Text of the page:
New paper in the Journal of Geophysical Research-Atmospheres: “Characteristics of the subtropical tropopause region based on long-term highly resolved sonde records over Tenerife”, by Juan José Rodriguez-Franco and Emilio Cuevas.
The paper entitled “Characteristics of the subtropical tropopause region based on long-term highly resolved sonde records over Tenerife” has been published in the Journal of Geophysical Research-Atmospheres on October 2nd, 2013.
The full references is:
Rodriguez-Franco, J.J., and E. Cuevas, Characteristics of the subtropical tropopause region based on long-term highly resolved sonde records over Tenerife, JGR-Atmospheres, Vol. 118, 1–16, doi:10.1002/jgrd.50839, 2013.
You can download the paper at:
In this study the main features of the subtropical tropopause region over Tenerife (the Canary Islands, Spain; 28°N, 16°W) are examined and characterized using a 20-year (1992–2011) ozonesonde data and European Center for Medium-Range Weather Forecasts ERA-Interim potential vorticity (PV) and zonal wind speed reanalysis.
This study introduces new insights since high-resolution vertical proﬁles allowed a detailed description of the subtropical tropopause break and the associated subtropical jet stream (STJ), where models fail to properly simulate the upper troposphere–lower stratosphere (UTLS). The subtropical UTLS, which is rather thick (~8 km) and complex region is analyzed by evaluating four different tropopause deﬁnitions: thermal (TT), Cold Point (CPT), ozone (OT), and dynamical (DT) tropopauses.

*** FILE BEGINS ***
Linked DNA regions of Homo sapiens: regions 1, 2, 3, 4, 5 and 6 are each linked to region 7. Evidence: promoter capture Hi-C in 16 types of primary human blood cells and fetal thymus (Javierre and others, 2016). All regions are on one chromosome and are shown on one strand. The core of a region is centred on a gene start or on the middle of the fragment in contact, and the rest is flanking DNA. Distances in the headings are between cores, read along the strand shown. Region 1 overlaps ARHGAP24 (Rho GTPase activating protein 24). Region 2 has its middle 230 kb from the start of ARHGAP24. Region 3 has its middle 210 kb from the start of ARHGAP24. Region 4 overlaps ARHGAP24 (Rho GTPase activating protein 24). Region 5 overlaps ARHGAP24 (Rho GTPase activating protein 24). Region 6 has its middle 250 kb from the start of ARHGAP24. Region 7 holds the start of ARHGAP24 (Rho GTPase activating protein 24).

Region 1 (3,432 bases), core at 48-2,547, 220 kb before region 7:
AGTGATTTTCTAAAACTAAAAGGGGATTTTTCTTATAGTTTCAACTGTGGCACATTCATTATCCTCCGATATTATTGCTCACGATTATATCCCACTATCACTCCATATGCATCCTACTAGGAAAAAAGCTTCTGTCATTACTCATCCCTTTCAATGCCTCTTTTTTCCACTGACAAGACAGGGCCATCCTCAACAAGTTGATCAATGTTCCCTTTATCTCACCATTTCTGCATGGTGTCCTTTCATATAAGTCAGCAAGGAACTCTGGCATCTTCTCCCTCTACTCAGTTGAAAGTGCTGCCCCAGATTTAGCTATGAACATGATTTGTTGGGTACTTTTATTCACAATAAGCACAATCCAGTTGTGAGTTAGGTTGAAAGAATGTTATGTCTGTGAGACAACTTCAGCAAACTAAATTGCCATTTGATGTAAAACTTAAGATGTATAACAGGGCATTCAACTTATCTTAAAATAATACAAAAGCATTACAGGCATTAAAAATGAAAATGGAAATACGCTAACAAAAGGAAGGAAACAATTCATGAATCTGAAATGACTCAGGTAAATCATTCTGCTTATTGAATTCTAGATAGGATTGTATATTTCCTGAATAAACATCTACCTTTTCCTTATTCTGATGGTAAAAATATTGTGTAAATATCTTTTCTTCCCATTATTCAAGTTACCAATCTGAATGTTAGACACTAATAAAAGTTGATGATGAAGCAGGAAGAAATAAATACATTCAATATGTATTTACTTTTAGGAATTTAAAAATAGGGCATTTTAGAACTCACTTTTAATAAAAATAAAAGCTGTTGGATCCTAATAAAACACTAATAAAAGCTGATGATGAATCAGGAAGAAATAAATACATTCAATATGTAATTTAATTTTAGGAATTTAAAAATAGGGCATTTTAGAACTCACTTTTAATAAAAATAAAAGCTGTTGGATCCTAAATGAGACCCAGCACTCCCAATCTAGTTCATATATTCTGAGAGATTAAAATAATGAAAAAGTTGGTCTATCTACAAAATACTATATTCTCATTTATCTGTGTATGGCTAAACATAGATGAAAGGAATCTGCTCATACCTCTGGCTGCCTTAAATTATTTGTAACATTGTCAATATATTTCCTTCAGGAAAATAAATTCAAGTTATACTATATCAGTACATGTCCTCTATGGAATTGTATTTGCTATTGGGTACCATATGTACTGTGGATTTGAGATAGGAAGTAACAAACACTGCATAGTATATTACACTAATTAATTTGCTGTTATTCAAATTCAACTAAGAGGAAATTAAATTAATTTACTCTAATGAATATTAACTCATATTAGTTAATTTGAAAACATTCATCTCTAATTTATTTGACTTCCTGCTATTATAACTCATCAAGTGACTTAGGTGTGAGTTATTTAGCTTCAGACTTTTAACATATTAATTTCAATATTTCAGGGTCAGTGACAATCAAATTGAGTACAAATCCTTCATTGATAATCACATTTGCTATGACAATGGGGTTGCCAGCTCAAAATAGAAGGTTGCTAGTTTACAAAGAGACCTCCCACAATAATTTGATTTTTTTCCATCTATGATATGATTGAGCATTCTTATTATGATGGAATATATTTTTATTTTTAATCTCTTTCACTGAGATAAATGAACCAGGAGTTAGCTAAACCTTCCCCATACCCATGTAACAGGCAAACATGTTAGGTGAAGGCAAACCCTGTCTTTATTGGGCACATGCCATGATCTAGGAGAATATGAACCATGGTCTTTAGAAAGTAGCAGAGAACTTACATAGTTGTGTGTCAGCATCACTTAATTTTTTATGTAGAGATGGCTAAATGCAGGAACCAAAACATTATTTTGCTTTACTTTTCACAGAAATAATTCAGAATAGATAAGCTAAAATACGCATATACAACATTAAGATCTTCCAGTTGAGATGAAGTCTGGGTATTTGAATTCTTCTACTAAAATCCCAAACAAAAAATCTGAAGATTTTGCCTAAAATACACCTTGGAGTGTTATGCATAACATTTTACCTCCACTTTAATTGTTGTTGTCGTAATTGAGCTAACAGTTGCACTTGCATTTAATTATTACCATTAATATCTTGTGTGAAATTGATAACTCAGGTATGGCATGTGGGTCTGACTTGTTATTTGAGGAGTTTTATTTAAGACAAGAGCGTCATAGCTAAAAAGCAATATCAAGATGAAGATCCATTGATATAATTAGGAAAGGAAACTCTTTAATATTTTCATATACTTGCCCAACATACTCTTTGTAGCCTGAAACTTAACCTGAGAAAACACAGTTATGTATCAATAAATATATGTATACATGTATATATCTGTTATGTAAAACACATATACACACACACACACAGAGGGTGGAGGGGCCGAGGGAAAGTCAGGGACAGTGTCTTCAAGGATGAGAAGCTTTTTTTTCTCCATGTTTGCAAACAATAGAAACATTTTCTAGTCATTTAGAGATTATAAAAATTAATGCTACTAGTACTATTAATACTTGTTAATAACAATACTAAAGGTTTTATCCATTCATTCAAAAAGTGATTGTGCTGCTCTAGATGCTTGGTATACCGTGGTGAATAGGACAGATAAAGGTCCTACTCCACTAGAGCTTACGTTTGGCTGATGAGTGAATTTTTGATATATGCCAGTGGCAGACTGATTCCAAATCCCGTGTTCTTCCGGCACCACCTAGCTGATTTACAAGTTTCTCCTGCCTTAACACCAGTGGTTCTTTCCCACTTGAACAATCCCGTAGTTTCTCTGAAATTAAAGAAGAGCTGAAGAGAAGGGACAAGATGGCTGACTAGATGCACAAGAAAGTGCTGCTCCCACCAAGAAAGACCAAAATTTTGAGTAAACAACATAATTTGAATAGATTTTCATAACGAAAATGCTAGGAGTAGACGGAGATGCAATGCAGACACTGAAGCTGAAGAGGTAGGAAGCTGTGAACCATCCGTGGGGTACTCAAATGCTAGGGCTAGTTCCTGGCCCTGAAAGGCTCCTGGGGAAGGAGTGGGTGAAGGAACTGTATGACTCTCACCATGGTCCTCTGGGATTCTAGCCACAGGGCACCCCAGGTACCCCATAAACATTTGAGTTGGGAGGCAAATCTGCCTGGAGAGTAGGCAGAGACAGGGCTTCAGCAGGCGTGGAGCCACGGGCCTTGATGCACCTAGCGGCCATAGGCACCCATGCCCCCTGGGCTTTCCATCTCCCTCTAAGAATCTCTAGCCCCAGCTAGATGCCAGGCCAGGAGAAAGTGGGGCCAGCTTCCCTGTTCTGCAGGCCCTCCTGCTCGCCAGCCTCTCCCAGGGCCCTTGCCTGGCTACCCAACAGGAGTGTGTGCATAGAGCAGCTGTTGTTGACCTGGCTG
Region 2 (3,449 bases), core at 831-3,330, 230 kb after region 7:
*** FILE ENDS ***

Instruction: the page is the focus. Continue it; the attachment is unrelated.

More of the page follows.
A novel method to determine the DT based on the vertical gradient of Lait’s modiﬁed PV is presented. This method represents an analytical improvement for DT determination from model reanalysis. The concept of a second DT and a second OT has been introduced for the ﬁrst time, showing an excellent agreement with the second thermal tropopause and the cold point tropopauses.
Time-height cross section of ozone partial pressure (mPa) and wind speed contours (ms–1) from 8 to 21 km height for (top) multiple and (bottom) single thermal tropopause events. The vertical coordinate is tropopause based. The different tropopause types are shown labeled with their corresponding acronym. TT1, TT2 and TT3 are the first, second and third thermal tropopauses, respectively; DT1 and DT2 are the first and second dynamical tropopause, respectively; OT is the ozone tropopause, and CPT is the Cold-Point tropopause.
The 14.3 km height level is used to differentiate between tropical and extratropical UTLS regimes, intimately linked to the position of the STJ. There is fairly good consistency between all the deﬁned tropopauses under the double tropopause scheme, except in spring, when the OT is observed at lower levels due to frequent baroclinic instabilities in the upper troposphere.
In winter, altitude differences between OT, DT, and TT resulted from poleward STJ excursions forced by blocking systems over the North Atlantic. Analysis of the tropopause inversion layer showed distinctive features for tropical and midlatitude tropopauses.